Gendered restrooms Photo by PamWalker68 / Getty Images.
Planet Fitness allows members and guests to use the locker room that matches their identity, as part of the company’s signature “no-judgment” policy.

Planet Fitness Failed to Advertise Transgender Locker Room Policy, Michigan Court Rules

A Planet Fitness health club misled an ex-member by failing to fully explain its transgender-inclusive locker room policies when she signed a membership contract in 2015, the Michigan Court of Appeals ruled on July 26.

A recent ruling by the Michigan Court of Appeals is sending a once-dismissed case involving Planet Fitness and its transgender-inclusive locker room policies back to trial court.

On July 26, the Michigan Court of Appeals found a Planet Fitness health club in Midland, Michigan, in violation of the Michigan Consumer Protection Act (MCPA) for revoking the membership of Yvette Cormier in March 2015. Cormier's membership was terminated after she allegedly complained to fellow members and club staff about an episode in which she encountered a transgender woman in the club's women's locker room.

Because of this incident, Cormier sued Planet Fitness for invasion of privacy, sexual harassment, emotional distress and breach of contract.

The case was initially dismissed by Midland County Circuit Court in January 2016, prompting Cormier to appeal. In June 2017, the Michigan Court of Appeals upheld the circuit court’s ruling in favor of Planet Fitness, rejecting the premise that Cormier could have been endangered by the transgender woman’s usage of the locker room.

(Planet Fitness allows members and guests to use the locker room that matches their identity, as part of the company’s signature no-judgment policy.)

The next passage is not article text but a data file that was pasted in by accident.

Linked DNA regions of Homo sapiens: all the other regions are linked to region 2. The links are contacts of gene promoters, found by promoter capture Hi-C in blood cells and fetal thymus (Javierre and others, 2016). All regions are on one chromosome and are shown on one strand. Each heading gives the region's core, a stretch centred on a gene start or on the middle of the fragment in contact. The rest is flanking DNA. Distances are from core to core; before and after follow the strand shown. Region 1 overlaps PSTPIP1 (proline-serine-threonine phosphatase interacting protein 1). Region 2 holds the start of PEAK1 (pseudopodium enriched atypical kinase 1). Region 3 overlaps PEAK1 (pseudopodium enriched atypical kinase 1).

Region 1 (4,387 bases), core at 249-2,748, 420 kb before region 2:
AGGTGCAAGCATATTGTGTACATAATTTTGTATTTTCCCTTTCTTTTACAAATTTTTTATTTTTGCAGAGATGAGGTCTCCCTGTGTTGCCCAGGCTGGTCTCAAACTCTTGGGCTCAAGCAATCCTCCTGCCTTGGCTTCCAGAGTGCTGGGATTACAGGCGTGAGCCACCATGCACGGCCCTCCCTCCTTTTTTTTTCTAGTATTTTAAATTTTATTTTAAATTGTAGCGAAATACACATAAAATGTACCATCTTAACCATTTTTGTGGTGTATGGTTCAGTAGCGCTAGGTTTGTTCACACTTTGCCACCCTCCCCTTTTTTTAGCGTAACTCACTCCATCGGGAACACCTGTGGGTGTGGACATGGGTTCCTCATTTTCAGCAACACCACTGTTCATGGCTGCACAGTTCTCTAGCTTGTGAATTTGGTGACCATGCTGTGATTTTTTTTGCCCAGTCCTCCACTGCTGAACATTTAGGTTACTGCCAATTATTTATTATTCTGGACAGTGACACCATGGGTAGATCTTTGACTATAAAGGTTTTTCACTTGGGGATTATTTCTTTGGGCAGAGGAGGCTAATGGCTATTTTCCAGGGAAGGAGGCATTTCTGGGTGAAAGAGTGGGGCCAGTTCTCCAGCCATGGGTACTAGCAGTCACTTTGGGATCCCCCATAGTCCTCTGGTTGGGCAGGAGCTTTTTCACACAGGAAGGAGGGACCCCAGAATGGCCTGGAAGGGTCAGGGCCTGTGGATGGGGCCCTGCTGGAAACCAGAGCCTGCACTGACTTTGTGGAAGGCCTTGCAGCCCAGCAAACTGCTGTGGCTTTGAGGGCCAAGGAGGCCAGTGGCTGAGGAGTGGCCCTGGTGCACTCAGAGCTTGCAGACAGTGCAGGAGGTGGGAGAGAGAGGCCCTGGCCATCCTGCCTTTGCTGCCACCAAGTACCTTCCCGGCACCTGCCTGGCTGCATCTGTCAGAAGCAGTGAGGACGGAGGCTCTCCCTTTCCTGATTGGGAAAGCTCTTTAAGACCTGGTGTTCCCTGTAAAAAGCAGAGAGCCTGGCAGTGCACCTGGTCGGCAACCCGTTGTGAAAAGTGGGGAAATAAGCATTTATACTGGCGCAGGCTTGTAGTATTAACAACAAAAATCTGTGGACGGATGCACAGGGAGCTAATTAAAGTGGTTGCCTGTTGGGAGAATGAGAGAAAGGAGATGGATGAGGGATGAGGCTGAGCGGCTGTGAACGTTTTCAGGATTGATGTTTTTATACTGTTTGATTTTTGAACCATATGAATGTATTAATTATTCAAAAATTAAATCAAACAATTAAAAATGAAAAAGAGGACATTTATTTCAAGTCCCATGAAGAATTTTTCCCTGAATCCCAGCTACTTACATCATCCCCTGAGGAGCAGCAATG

On April 6, the Michigan Supreme Court decided that the appeals court erred in declining to consider Cormier's appeal claiming that her rights, per the MCPA, had been violated.

According to the appeals court’s ruling, Cormier’s membership contract with Planet Fitness specified she would have access to a private women’s locker room and restroom. Had she known that transgender women were also allowed to use the restroom, per Cormier’s claims, she would not have signed the contract.

On these grounds, the court determined the club misled Cormier by failing to fully explain its policies when she signed a membership contract.

"We're pleased with the decision," Cormier’s attorney David Kallman told the Detroit Free Press. "The appeals court opinion was pretty clear that we not only have a valid claim, but that we will also prevail upon it."

Kallman told the Press he will file a motion for summary disposition with the local trial court arguing that Cormier should win the case without a trial because of the appeals court’s July 26 ruling.

If the disposition is granted and successful, Kallman said Cormier will request payment for attorneys fees and for Planet Fitness to amend its membership contracts and club signage.

Planet Fitness has declined to comment on the ongoing litigation, citing company policy.

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